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gfleisig24
05-23-2007, 07:59 AM
*** THE QUESTION ***

Hi everyone,

This is general question relevant to a lot of our research. It should
be simple, but I don't recall the answer.

How many digits should be used in reporting data?

Here is an example. A biomechanist is trying to show a difference
between Technique A and Technique B. He/she recruits 36 subjects and
records each one of them performing both techniques, using equipment
that measures each person to the nearest 0.1 unit. How many decimal
places should be used in reporting the data? I can make a "common
sense" determination, but is there some accepted procedure or guideline?

Example data:

TECHNIQUE A

Subject 1: 13.3 units

Subject 2: 35.0 units

Subject 3: 22.2 units

Subject 36: 18.4 units

TECHNIQUE B

Subject 1: 12.9 units

Subject 2: 35.0 units

Subject 3: 21.9 units

Subject 36: 18.5 units

Even though the mean within-subject difference is less than 0.1 units, a
paired t-test reveals a statistically significant difference.

Technique A mean: 25.33333 units

Technique B mean: 25.36170 units

Average difference : 0.02837 units

Paired t-test p-value: 0.035

How many decimal places would you use in reporting these mean values and

- Glenn S. Fleisig, Ph.D.

Glenn S. Fleisig, Ph.D., Smith & Nephew Chair of Research
American Sports Medicine Institute
833 St. Vincent's Drive, Suite 100
Birmingham, AL 35205
(email) glennf@asmi.org
(tel) 205-918-2139
www.asmi.org

_____

Thank you to all who responded. Based on the responses it is clearly a
community that is bright and polite. :-)

There were many well-written, insightful responses, which I've posted
below. From these responses, my own experience, and conversations with
others (biostatisticians, etc.), I've concluded that there is no hard
scientific rule for significant digits. Therefore, I am please to share
my conclusions from all of these thoughts, named (with tongue-in-cheek):

Fleisig's Four Steps for Significant Digits

1. In general, do not present individual values, mean values,
standard deviations, or other calculated values in smaller units than

2. If you find a statistical significance with a magnitude less
than the accuracy of the measurement, then question whether strict
enough statistics were used. For example, if you find a small
difference to be significant with a t-test, then perhaps the alpha-level
was set too high.

3. If you decide the statistical test was appropriate, then report
the values with the added decimal place.

4. If you report such a statistical difference, then explain
whether or not you believe the difference has practical significance.
In most cases, the researcher will decide the small difference has no
practical significance. If you feel the difference is important, then
you probably should have used more accurate equipment.

_____

*** THE RESPONSES ***

_____

From: Michael Cinelli [mailto:Michael_Cinelli@brown.edu]
Sent: Tuesday, May 22, 2007 7:25 AM
To: Glenn Fleisig
Subject: Re: [BIOMCH-L] Significant digits - a Quiz for our community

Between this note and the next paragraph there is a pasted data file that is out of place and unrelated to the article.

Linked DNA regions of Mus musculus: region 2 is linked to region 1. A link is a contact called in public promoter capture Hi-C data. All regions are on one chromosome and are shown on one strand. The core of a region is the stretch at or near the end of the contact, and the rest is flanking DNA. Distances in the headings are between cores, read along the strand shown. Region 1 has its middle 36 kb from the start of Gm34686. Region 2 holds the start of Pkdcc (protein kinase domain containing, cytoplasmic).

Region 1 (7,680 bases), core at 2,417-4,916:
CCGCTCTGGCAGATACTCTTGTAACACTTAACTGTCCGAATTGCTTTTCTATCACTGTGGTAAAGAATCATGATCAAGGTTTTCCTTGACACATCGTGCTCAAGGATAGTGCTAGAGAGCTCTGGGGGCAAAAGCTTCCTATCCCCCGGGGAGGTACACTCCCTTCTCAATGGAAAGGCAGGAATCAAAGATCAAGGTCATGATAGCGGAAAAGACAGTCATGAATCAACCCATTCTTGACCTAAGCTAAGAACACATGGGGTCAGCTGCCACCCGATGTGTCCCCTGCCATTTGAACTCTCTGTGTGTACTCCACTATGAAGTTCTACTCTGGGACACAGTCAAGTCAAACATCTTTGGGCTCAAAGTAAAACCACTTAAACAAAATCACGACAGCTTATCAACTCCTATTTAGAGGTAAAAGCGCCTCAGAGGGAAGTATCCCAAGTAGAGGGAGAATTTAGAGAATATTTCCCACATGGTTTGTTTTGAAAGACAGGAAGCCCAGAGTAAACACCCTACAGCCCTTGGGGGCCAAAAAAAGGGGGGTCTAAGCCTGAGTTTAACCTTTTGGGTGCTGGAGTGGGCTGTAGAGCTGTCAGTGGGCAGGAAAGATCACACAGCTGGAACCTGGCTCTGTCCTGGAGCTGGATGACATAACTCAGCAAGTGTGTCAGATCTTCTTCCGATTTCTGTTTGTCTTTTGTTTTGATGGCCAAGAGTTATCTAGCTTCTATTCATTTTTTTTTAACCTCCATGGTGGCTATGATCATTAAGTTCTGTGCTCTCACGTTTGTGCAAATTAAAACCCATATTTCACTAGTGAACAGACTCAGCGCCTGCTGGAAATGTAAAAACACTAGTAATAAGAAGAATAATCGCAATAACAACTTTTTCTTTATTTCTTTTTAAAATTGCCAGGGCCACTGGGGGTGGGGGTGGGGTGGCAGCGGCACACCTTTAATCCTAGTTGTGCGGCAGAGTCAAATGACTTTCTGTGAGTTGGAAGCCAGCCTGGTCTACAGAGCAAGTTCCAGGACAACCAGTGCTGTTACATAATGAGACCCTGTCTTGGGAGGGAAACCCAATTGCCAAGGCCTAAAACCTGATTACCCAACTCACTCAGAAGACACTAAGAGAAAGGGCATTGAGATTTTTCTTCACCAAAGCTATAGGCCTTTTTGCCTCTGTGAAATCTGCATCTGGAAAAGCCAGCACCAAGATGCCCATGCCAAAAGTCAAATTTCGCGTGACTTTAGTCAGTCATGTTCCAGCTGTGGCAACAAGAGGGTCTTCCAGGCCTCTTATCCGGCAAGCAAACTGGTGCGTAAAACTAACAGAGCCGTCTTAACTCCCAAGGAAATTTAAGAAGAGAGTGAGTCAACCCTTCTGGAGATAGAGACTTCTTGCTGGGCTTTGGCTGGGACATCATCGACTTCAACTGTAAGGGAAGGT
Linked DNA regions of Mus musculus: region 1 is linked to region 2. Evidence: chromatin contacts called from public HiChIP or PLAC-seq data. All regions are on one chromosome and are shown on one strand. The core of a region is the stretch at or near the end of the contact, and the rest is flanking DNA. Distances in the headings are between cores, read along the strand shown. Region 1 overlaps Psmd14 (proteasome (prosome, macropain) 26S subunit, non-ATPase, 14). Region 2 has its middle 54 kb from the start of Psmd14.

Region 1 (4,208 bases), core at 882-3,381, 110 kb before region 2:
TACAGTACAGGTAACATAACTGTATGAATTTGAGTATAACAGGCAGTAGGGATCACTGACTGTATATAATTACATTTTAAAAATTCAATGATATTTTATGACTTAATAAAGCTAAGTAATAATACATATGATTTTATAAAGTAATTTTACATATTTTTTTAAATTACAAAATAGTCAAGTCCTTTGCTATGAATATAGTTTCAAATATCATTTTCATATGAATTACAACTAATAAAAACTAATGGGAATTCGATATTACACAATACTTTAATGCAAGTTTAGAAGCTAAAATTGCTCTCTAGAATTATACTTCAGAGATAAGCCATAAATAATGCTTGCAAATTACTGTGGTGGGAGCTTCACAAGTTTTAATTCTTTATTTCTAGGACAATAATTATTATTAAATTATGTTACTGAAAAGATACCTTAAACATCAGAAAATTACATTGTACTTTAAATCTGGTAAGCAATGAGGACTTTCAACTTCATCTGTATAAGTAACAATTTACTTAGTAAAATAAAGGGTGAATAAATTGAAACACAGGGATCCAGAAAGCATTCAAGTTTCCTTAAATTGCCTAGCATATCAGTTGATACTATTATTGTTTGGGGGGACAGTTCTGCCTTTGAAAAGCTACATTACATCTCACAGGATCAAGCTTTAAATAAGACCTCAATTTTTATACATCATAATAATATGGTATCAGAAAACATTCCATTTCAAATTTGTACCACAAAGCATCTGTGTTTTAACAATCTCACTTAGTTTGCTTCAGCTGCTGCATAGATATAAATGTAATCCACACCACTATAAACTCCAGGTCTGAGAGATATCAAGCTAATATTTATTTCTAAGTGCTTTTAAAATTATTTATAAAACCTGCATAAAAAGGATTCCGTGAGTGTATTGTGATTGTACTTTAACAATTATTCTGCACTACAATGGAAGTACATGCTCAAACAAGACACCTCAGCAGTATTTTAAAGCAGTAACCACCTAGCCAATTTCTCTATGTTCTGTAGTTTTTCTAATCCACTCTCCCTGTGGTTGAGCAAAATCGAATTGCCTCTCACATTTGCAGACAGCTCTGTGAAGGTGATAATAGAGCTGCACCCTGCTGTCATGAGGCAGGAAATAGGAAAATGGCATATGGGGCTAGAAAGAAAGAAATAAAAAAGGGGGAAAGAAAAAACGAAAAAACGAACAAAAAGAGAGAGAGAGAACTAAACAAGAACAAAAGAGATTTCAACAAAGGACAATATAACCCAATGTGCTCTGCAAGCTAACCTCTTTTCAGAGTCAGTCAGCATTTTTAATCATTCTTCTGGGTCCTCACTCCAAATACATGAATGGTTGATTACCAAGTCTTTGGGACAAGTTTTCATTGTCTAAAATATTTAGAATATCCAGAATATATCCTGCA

Hi Glenn,

You can only use the number of decimal places that is equivalent to the

Michael Cinelli

Postdoctoral Fellow

Dept. of Cognitive and Linguistic Sciences

Brown University

190 Thayer St. Rm. 102F

Providence, RI

02912

Michael_Cinelli@brown.edu

Every body continues in its state of rest, or of uniform motion in a
right line, unless it is compelled to change that state by forces
impressed upon it - Sir Isaac Newton

_____

From: Chris Kirtley [mailto:ckirtley@gmail.com]
Sent: Tuesday, May 22, 2007 7:32 AM
To: Glenn Fleisig
Cc: BIOMCH-L@nic.surfnet.nl
Subject: Re: [BIOMCH-L] Significant digits - a Quiz for our community

Dear Glenn,

That's a great example - wish I'd had it to hand when I used to nag my

The key point to understand is of course the accuracy of the measurement
- just because there is a readout with 3 significant figures doesn't
mean that the measurement is accurate to 1 part in a thousand.

The t-test also illustrates the difference between statistical
signifance and practical significance. Clearly the measured difference
is practically insignificant even if it is statistically significant
(even assuming that the t-test was appropriate, which it may not be). It
would be interesting to recalculate with the input data rounded off to
integers, though even then it really is the practical signifiacnce of
the difference that's most important.

BTW, there's nothing special about decimal places. We should also round
off integers according to the measurement accuracy. For example, it
makes no sense to record blood pressure to the nearest mmHg - it should
be rounded to the nearest 5 mmHg at least (10 is probably more
realistic).

Chris

_____

-----Original Message-----
From: garyalan59@peoplepc.com [mailto:garyalan59@peoplepc.com]
Sent: Tuesday, May 22, 2007 7:45 AM
To: Glenn Fleisig
Subject: Re: [BIOMCH-L] Significant digits - a Quiz for our community

In your example, the program calculates a difference, but that
difference is

smaller than your ability to differentiate (measure). The general rule
(from

my chemistry background) is that you cannot report values that are more

"accurate" than your original measure, because the reporting implies you
can

actually measure what you are reporting to the degree you are reporting.

Additionally, just because something is statistically significant does
not

mean it is clinically significant.

Just my two cents.

Gary Christopher

Doctoral Candidate

Dept. of Kinesiology

Texas Woman's University

_____

-----Original Message-----
From: Sian Lawson [mailto:sian.lawson@newcastle.ac.uk]
Sent: Tuesday, May 22, 2007 8:11 AM
To: Glenn Fleisig; BIOMCH-L@NIC.SURFNET.NL
Subject: RE: [BIOMCH-L] Significant digits - a Quiz for our community

Glenn,

This is a good illustration of the disparity between a statistically

significant difference and a functionally (or clinically) significant

difference. Your t-test may show a statistical difference in the

populations, but the difference is still negligibly small.